In his discussion of the complexes, in their favorable aspect, John Perry observes: “The repetition compulsion, as has been pointed out so often, provides the ego the occasion again and again to encounter these rejected components of development in order finally to assimilate them in some happy moments….” My sense of what he means by “rejected components of development” is simply the recognition the absence of an elder presence allowed the violation to overwhelm the vulnerable child or adult, necessitating the activation of archetypal layer defenses, ie: a trauma complex. What was needed at the time to understand and work through the emotional overwhelm is still needed. I have played with this in thinking about the function  complexes serve in my Musing on Metamorphosis: the Complex as Chrysalis post. I have to confess for me, teleology is a big word! But, I believe it works!

In closing, I have included the graphic above to highlight the Participation Mystique &/or Trauma Portal detail.  We are all involved all of the time with some deeper level of consciousness, a multiplicity of self-states if you will, which wants to inform us about what more is going on. Because I tend to think about getting hijacked into negative emotion enactments, I find the idea getting triggered serves the blur’s function in opening a portal into the associated trauma. The repetitive couple complex enactments do seem to provide a portal into our most painful relationship failings.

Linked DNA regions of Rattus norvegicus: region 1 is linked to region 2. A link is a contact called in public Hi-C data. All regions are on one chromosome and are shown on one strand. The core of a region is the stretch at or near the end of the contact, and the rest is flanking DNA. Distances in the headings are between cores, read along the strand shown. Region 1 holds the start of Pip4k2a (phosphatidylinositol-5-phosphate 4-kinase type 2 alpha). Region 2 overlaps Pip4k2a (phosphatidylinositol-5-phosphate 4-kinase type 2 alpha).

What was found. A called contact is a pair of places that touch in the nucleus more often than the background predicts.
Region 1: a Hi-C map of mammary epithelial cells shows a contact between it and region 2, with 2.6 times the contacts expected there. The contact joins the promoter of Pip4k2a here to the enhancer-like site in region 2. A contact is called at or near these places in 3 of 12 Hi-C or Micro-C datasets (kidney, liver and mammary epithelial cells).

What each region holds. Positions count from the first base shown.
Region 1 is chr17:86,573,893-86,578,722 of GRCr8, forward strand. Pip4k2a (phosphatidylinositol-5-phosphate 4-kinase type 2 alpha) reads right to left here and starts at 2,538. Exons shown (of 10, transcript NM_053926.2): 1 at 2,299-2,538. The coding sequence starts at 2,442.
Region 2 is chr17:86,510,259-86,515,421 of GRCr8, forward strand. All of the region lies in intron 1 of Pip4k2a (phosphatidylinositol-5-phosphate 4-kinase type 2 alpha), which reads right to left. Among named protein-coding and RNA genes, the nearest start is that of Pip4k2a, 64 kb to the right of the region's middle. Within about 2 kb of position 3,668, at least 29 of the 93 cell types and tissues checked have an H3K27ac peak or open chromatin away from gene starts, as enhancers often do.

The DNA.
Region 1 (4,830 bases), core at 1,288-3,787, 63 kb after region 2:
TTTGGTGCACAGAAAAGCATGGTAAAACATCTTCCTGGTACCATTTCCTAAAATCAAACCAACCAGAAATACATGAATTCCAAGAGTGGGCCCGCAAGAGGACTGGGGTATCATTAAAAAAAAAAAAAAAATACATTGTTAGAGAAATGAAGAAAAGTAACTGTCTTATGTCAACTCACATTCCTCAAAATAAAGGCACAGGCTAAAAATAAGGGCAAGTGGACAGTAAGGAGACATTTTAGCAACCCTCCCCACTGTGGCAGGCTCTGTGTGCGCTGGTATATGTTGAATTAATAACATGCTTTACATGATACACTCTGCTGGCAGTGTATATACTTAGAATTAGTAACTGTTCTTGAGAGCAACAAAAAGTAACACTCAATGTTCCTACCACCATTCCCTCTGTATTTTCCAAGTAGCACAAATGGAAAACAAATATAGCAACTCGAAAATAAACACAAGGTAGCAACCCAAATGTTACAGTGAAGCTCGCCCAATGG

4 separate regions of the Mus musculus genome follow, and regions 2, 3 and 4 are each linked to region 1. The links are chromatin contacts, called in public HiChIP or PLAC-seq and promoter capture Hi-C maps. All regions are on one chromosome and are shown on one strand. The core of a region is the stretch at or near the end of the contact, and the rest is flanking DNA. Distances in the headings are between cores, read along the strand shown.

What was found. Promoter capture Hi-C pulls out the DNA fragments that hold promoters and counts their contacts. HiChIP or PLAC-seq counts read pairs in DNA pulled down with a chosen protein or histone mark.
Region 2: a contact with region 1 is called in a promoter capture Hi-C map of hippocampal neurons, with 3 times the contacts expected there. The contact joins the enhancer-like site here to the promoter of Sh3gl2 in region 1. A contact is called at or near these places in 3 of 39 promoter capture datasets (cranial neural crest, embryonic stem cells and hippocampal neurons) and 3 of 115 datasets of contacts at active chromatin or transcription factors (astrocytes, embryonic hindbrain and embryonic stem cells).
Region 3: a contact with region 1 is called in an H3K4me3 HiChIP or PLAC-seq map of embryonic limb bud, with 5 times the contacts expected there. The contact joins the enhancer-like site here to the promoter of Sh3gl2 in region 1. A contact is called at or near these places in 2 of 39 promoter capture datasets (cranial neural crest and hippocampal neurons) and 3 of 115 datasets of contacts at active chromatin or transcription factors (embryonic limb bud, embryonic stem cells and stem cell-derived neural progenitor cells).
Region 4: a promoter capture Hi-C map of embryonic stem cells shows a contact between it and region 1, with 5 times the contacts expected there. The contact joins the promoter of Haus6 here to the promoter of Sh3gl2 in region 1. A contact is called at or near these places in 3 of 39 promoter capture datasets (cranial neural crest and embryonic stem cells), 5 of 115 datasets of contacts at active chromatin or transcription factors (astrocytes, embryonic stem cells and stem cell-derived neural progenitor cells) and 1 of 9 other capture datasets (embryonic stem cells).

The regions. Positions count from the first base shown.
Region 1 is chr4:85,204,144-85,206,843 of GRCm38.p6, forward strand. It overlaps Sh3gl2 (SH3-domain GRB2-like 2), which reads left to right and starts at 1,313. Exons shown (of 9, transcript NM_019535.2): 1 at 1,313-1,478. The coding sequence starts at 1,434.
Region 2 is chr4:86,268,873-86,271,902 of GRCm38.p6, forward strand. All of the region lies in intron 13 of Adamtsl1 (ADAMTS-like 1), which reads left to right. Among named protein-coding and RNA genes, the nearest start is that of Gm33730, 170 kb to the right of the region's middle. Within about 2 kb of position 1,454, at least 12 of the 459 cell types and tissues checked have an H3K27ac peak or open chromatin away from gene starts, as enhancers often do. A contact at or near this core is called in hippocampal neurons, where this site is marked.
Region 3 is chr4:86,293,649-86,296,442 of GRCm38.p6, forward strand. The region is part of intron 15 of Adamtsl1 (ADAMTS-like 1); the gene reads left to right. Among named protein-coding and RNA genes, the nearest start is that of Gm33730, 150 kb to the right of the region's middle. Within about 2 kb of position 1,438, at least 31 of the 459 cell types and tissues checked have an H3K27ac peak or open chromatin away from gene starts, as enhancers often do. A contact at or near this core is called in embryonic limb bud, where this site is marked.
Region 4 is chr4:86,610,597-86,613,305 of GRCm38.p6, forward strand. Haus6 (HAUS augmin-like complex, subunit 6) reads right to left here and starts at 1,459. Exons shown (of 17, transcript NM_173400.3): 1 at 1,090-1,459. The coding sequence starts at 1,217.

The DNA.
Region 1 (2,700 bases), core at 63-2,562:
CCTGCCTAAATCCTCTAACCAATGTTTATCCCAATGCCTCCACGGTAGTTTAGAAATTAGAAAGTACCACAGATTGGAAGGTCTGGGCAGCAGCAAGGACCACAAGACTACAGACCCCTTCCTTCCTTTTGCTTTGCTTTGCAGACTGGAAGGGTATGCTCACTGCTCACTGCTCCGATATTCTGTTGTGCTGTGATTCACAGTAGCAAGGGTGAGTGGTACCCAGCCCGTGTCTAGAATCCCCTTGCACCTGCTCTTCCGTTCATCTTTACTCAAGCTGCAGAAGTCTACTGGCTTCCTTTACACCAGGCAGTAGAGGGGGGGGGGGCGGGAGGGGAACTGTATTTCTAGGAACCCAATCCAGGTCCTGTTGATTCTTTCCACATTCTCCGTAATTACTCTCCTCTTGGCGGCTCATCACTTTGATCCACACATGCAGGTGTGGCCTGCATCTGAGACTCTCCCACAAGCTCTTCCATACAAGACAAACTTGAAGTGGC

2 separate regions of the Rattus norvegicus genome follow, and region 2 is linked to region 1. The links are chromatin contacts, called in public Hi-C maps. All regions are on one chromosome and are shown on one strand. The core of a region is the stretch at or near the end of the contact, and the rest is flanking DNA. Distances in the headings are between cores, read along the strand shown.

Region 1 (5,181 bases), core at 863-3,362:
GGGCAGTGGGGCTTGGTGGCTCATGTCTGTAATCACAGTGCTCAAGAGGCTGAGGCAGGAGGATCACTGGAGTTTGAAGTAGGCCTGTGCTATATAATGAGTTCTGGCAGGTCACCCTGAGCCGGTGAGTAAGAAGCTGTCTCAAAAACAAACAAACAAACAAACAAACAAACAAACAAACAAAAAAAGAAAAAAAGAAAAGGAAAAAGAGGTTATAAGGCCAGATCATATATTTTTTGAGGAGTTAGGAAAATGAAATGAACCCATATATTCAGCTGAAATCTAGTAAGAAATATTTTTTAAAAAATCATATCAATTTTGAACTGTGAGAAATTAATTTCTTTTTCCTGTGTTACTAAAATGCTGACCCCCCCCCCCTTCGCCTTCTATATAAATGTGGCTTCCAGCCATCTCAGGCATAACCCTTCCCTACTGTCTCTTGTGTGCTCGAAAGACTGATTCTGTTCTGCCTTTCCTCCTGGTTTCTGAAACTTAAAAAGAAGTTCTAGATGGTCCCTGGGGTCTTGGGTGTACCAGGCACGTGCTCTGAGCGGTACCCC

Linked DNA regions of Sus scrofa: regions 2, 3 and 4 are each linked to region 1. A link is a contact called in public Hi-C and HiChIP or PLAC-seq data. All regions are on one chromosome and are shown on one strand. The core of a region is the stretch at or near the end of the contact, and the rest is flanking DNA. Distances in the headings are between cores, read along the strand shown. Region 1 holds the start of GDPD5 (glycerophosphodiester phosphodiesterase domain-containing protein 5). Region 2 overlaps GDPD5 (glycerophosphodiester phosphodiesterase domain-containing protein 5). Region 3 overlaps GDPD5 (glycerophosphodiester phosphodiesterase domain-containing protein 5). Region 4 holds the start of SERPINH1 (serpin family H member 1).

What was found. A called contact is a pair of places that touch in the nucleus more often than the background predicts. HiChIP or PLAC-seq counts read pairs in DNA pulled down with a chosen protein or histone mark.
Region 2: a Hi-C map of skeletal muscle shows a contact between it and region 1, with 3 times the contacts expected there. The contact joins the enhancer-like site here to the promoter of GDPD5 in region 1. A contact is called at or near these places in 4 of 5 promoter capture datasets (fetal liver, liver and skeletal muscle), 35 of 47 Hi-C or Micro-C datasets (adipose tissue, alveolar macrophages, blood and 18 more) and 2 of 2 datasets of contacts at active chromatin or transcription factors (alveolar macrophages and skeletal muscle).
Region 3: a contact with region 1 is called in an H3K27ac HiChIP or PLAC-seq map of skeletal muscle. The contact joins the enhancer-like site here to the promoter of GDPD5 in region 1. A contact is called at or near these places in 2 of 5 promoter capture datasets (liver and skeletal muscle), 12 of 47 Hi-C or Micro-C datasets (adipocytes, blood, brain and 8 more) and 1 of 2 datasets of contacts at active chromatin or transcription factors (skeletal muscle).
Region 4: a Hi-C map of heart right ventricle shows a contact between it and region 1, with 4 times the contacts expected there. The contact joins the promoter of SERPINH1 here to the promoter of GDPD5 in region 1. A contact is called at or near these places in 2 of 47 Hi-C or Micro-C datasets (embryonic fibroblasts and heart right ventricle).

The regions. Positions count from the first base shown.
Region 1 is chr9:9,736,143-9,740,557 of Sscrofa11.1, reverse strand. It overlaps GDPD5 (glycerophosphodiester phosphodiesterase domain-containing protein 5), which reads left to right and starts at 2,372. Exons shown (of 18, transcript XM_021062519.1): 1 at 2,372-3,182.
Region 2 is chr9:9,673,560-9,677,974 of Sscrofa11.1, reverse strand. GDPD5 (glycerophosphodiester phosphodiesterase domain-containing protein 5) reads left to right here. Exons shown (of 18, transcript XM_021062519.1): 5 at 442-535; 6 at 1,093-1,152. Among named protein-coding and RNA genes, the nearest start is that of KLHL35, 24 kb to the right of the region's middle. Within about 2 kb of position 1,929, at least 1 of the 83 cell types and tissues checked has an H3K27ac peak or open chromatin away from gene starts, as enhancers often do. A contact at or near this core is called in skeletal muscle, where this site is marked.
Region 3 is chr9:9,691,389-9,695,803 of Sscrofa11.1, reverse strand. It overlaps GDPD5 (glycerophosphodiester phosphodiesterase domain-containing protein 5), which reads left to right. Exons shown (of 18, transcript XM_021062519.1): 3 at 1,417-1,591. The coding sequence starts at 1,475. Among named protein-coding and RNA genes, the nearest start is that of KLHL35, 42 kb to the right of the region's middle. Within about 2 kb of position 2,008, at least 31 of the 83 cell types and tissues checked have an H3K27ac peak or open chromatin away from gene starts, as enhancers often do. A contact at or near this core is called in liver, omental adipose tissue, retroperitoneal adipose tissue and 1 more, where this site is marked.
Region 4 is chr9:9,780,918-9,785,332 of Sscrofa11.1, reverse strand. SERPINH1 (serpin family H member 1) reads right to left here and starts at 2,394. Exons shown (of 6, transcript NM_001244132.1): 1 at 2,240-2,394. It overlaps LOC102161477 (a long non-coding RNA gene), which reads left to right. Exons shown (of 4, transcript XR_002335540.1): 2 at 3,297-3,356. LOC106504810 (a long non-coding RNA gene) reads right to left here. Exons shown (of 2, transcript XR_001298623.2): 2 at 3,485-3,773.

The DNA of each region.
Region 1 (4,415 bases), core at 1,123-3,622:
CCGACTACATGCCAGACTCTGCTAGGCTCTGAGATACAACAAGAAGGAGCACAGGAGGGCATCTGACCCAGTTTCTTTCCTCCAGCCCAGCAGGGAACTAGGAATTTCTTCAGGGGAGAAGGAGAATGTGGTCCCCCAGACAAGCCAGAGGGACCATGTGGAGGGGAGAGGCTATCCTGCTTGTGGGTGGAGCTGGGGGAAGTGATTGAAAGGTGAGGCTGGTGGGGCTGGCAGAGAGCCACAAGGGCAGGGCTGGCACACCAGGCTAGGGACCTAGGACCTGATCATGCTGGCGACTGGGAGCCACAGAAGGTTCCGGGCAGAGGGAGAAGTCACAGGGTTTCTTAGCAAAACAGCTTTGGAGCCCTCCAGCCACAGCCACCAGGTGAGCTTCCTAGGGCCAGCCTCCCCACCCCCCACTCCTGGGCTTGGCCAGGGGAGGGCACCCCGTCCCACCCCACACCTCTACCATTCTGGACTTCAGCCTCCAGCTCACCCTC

Clearly, we need each other to approach going there. What is needed may be as simple, and as difficult, as dropping into the original scene, so that we may feel all of it, within relationship, bear witness together, and get the story told. (See Sandner and Beebe for an articulation of what it takes to heal a split.) This reflects the conceptual notion traumas, until they can be suffered consciously in the service of re-integration, are incomplete initiatory experiences. Creating the conditions, essentially accessing a consciousness that can bear to suffer the wounding without splitting, is the work.

If we can only hold onto the here and now, this world enactment – what you/he/she/they did or did not do to uphold our loving – we are doomed to continue with our co-created dissociated enactments.